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NOAA predicts above-average hurricane season for 2017

(NOAA)

Forecasters at NOAA's Climate Prediction Center said Thursday the Atlantic could see another above-normal hurricane season this year.

The Atlantic hurricane season runs from June 1 through Nov. 30. Forecasters predict a 45 percent chance of an above-normal season, a 35 percent chance of a near-normal season, and only a 20 percent chance of a below-normal season.

NewsChannel 12 meteorologist breaks down what the report means for residents in eastern North Carolina:

Forecasters predict a 70 percent likelihood of 11 to 17 named storms (winds of 39 mph or higher), of which 5 to 9 could become hurricanes (winds of 74 mph or higher), including 2 to 4 major hurricanes (Category 3, 4 or 5; winds of 111 mph or higher). An average season produces 12 named storms of which six become hurricanes, including three major hurricanes.

These numbers include Tropical Storm Arlene, a rare pre-season storm that formed over the eastern Atlantic in April.

"The outlook reflects our expectation of a weak or non-existent El Nino, near- or above-average sea-surface temperatures across the tropical Atlantic Ocean and Caribbean Sea, and average or weaker-than-average vertical wind shear in that same region," said Gerry Bell, Ph.D., lead seasonal hurricane forecaster with NOAA's Climate Prediction Center.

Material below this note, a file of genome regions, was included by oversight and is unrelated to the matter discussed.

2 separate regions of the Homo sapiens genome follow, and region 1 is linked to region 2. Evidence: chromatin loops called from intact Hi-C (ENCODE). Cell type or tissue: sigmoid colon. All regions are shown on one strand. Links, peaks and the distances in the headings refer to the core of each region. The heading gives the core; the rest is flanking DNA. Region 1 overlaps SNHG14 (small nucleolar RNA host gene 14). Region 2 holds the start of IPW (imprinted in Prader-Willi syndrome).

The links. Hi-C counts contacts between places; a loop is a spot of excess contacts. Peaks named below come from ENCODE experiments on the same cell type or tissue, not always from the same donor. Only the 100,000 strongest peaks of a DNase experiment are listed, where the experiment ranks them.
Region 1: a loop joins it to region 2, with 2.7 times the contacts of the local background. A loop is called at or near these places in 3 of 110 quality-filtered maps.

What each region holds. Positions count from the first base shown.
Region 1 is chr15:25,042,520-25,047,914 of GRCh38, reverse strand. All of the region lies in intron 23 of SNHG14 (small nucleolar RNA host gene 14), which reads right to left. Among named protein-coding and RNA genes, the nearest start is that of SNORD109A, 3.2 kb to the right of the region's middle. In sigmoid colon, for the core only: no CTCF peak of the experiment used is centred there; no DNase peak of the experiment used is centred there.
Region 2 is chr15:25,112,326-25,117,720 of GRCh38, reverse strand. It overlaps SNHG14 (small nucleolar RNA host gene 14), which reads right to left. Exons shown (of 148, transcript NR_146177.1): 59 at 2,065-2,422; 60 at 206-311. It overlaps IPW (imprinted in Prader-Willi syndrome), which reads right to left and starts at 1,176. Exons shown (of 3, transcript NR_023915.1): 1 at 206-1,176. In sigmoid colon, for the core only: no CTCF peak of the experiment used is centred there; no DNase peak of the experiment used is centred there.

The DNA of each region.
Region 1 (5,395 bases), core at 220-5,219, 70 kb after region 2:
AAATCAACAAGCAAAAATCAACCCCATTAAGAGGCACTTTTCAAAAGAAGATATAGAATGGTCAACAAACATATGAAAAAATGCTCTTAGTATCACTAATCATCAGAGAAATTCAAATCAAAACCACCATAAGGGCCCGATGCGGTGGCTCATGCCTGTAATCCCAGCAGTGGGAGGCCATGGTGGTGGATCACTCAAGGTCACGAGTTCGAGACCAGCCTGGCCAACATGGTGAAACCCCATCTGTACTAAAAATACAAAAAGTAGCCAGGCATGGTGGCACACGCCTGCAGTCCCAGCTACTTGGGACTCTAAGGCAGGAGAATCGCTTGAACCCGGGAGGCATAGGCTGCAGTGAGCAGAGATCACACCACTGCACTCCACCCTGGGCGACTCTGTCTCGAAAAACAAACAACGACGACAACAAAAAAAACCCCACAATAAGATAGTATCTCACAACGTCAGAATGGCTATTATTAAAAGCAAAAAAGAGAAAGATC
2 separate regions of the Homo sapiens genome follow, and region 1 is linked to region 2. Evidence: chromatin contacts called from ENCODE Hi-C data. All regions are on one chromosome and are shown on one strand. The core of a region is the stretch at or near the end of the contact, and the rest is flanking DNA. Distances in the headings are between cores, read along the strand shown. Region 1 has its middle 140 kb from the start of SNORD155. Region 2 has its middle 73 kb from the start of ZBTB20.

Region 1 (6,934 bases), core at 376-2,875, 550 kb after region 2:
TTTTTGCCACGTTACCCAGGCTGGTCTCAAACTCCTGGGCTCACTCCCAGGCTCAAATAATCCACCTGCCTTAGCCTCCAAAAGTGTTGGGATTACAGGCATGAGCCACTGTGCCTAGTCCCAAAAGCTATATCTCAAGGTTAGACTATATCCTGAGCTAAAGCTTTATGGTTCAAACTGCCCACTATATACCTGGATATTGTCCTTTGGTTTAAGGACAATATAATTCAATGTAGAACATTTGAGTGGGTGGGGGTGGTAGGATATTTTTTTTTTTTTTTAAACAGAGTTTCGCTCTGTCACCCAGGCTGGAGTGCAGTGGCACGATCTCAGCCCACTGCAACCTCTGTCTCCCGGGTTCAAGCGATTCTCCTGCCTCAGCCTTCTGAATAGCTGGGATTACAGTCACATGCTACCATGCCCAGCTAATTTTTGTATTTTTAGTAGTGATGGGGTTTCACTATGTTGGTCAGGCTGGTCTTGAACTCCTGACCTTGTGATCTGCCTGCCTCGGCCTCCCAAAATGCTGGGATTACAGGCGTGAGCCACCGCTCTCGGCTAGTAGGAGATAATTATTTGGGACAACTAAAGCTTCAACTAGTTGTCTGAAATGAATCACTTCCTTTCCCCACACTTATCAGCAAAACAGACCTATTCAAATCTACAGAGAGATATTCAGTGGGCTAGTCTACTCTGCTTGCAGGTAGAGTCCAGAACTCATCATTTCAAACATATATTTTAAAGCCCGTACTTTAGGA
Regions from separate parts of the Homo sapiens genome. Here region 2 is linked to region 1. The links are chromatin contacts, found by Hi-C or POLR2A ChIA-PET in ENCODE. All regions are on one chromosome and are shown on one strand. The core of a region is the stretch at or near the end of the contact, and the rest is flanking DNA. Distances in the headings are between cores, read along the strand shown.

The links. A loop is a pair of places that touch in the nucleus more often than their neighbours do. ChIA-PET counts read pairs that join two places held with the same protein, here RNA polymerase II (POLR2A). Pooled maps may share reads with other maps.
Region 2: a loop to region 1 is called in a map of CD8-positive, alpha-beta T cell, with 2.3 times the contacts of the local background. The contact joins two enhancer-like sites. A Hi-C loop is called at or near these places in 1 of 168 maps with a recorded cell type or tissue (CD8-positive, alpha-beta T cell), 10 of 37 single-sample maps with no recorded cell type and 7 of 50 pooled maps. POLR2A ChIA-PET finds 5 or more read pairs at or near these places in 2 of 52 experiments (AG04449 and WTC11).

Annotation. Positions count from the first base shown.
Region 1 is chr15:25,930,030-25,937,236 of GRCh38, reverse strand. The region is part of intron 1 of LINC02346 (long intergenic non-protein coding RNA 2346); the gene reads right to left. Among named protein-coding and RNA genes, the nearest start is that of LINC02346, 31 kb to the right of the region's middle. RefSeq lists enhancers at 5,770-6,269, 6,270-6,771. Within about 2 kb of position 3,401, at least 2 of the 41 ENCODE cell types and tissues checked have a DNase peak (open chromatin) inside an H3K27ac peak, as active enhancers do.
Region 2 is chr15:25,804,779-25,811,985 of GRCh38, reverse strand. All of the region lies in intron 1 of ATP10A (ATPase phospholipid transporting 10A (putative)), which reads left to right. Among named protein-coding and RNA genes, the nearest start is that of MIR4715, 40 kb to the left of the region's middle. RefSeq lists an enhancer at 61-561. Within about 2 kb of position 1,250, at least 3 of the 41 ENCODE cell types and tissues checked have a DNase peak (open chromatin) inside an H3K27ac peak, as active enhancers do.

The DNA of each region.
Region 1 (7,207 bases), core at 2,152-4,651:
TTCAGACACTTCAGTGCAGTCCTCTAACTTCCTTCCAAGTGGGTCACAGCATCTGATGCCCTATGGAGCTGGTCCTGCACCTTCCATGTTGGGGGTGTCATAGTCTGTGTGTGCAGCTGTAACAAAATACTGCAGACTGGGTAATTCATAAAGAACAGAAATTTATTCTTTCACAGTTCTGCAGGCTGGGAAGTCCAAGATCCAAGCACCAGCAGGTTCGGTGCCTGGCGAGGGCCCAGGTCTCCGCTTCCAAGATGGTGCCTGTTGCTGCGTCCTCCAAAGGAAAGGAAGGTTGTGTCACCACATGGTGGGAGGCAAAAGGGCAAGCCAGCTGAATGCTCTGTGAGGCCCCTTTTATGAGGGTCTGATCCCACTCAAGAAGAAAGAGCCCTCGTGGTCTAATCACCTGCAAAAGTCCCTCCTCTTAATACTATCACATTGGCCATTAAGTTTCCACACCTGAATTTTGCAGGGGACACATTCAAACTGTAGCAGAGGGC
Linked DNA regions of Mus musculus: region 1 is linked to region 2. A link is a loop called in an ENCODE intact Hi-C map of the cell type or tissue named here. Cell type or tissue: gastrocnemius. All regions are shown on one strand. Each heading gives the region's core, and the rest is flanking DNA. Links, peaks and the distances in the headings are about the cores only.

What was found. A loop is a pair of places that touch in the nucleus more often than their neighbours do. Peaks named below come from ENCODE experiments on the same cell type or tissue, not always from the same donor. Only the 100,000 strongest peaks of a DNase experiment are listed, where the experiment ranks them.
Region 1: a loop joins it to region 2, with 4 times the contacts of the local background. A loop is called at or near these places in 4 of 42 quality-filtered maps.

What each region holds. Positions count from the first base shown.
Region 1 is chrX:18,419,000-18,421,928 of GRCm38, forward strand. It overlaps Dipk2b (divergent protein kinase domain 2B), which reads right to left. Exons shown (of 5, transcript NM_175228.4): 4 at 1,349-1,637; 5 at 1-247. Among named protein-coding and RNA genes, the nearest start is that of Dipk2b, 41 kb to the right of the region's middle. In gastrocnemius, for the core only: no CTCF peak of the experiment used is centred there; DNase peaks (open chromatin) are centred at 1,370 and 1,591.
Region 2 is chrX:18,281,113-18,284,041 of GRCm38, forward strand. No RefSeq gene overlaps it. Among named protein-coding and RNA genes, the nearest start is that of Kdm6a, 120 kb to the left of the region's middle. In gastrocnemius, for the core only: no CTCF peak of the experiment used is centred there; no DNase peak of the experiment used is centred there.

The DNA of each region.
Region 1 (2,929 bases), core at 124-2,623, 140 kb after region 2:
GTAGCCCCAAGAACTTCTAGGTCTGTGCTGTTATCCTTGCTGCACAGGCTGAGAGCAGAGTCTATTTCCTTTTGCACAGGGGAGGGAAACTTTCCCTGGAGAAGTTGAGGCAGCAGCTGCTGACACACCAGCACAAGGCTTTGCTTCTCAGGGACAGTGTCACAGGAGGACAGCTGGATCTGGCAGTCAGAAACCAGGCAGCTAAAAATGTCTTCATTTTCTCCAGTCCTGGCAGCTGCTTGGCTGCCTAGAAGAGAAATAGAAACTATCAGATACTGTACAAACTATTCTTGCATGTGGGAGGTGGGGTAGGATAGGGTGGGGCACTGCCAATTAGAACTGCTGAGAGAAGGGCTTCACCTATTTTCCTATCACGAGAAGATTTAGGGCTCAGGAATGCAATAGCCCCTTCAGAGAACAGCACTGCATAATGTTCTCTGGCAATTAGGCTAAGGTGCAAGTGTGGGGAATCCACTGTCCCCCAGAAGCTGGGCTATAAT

Strong El Ninos and wind shear typically suppress development of Atlantic hurricanes, so the prediction for weak conditions points to more hurricane activity this year. Also, warmer sea surface temperatures tend to fuel hurricanes as they move across the ocean. However, the climate models are showing considerable uncertainty, which is reflected in the comparable probabilities for an above-normal and near-normal season.

"NOAA's broad range of expertise and resources support the nation with strong science and service before, during and after each storm to protect lives and property and enhance the national economy as we continue building a Weather-Ready Nation," said Ben Friedman, acting NOAA administrator. "From our expert modelers to our dedicated forecasters and brave crews of our hurricane hunters, we'll be here to warn the nation every step of the way this hurricane season."

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